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PJC buys land for new Greenville campus

Published or Revised January 13, 2006

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U.S. Rep. Ralph Hall spoke at the press conference Friday in Greenville announcing the purchase of land on which to build a new PJC-Greenville Center campus.

GREENVILLE - The Board of Regents of Paris Junior College and its President, Dr. Pamela Anglin, announced plans Friday to accommodate the growth the college is experiencing in Greenville and Hunt County.

At a press conference held at the Civic Center in Greenville, Dr. Anglin announced that PJC Regents have approved the purchase of 172 acres of land located just west of Greenville High School on Monty Stratton Drive where a new campus will be built.

SHW Group of Dallas has been selected for the development of a campus master plan and to design the first building to be constructed as phase one of the project. It will be a multipurpose facility that will serve up to 2,000 students, according to Dr. Anglin.

“The Regents want to be prepared to meet the needs of the citizens of Greenville and Hunt County,” Dr. Anglin said. “It is important that this be the community’s college.”

This is a giant step in the progress of the Greenville community college facility that began in 1994 through a partnership between Paris Junior College and the Greenville Board of Development, according to Dr. Anglin.

When the first campus opened in the Henson Building in 1994, 70 students enrolled to take 14 different classes. From that meager beginning, the student population reached 450 by 1997.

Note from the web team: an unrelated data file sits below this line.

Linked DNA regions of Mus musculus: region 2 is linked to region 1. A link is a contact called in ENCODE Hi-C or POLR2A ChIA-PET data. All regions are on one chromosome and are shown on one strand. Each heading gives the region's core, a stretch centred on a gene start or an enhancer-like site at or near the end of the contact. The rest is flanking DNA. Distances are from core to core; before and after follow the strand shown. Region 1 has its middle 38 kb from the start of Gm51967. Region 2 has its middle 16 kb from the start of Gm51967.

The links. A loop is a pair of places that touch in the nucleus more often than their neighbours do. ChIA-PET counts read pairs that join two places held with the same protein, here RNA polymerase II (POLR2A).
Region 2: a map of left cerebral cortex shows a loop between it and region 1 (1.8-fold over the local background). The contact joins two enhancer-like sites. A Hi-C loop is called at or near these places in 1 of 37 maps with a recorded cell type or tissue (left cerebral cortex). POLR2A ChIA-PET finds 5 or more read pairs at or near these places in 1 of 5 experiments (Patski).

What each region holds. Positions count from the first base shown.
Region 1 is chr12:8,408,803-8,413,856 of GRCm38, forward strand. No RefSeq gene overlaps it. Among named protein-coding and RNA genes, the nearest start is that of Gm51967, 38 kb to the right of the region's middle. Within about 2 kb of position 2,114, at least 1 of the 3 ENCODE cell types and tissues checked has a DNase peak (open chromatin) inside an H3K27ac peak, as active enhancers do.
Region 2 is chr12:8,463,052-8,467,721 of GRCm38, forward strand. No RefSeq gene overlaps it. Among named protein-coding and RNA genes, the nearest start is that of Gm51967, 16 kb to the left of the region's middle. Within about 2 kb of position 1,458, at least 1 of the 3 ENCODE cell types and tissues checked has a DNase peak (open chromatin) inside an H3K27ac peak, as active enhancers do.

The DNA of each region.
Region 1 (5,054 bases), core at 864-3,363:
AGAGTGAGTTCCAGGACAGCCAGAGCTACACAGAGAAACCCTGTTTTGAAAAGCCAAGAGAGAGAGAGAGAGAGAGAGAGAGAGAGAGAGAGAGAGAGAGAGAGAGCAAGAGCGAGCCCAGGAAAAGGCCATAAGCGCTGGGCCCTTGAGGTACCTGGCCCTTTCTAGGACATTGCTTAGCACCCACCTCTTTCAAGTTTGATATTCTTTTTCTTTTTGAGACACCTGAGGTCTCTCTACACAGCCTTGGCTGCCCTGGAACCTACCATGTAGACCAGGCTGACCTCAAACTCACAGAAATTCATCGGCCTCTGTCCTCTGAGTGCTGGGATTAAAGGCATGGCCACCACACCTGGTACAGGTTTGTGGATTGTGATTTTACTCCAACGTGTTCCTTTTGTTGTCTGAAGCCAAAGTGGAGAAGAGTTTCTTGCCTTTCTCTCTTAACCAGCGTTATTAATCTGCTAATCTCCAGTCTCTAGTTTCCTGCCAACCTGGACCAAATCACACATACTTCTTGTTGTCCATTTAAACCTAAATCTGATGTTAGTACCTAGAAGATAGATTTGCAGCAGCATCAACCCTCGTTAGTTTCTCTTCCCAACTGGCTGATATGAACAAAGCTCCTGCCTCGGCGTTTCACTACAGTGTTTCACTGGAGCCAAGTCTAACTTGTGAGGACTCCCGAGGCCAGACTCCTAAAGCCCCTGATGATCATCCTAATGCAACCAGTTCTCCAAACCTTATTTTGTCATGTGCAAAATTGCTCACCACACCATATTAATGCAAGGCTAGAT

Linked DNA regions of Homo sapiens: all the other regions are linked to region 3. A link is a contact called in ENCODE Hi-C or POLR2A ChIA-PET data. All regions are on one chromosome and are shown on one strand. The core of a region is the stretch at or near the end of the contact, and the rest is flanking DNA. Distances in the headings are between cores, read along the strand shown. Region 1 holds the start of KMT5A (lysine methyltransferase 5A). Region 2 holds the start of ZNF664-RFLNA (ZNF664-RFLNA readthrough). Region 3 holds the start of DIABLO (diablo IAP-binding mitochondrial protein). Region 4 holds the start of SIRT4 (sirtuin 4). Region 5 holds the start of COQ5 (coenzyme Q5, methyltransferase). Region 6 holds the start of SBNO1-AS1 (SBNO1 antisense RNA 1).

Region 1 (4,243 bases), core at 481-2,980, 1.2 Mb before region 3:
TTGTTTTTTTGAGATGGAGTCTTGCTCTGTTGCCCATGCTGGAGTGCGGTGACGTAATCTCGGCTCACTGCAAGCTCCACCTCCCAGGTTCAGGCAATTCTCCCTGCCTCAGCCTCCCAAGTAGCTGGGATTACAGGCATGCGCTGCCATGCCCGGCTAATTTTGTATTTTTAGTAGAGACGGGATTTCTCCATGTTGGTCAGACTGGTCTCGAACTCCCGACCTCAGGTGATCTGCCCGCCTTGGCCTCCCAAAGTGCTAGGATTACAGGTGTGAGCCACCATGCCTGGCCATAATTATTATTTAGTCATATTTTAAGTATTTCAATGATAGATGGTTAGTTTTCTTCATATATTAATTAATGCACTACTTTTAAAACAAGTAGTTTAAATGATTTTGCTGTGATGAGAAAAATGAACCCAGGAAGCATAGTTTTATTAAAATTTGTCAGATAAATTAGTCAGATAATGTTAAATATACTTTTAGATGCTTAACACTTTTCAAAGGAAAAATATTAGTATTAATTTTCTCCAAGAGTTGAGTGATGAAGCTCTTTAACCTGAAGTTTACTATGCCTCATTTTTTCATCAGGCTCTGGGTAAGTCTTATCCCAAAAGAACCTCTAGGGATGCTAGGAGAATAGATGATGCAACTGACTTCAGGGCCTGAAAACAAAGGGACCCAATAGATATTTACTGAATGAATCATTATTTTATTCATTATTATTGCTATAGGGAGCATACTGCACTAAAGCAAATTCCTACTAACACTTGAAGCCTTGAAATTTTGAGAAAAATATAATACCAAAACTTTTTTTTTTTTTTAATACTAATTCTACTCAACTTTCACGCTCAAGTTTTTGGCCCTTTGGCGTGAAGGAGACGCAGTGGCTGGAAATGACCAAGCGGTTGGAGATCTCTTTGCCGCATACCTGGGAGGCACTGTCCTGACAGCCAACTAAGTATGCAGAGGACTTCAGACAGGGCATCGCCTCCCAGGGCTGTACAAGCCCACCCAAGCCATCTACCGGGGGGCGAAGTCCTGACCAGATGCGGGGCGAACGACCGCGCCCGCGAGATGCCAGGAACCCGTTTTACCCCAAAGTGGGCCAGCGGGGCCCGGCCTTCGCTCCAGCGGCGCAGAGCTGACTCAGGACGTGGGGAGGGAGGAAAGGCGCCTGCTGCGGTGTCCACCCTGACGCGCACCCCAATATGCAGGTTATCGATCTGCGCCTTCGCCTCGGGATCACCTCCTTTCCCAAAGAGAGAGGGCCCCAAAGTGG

Dr. Anglin told the crowd at the press conference that at that point Paris Junior College officials began searching for another building to house the Greenville Center.

“Through the help of the leadership in Greenville and Hunt County, we were able to find and purchase the building we are now occupying at 9315 Jack Finney Blvd.,” she said.

Enrollment has continued to increase since the college moved to the new campus in 1998 with 505 students.

“With this fall’s enrollment of 1,065 students, we felt it was time to take another giant step in providing the best higher education opportunity possible for the people of Greenville and Hunt County,” Dr. Anglin said. “Today, we offer nearly 200 different classes at the Greenville Center.”

Dr. Anglin said that the land acquisition announced Friday was made possible through the leadership of the PJC Board of Regents and the continued cooperation of leaders in Greenville. The location, she said, will be convenient for students and will be an outstanding building site for the campus.

Dr. Anglin pointed out that PJC is an open-door community college offering access to higher education for many who would otherwise be left without the college experience. She added that students in Greenville could earn an Associate of Arts, Associate of Science and Associate of Applied Science degrees, as well as certificates of completion in vocational and technical programs.

“Your acceptance of PJC and its Greenville Center as a strong, viable and affordable place to begin a college education or complete a technical program is encouraging and truly makes this the community’s college,” she told the audience.

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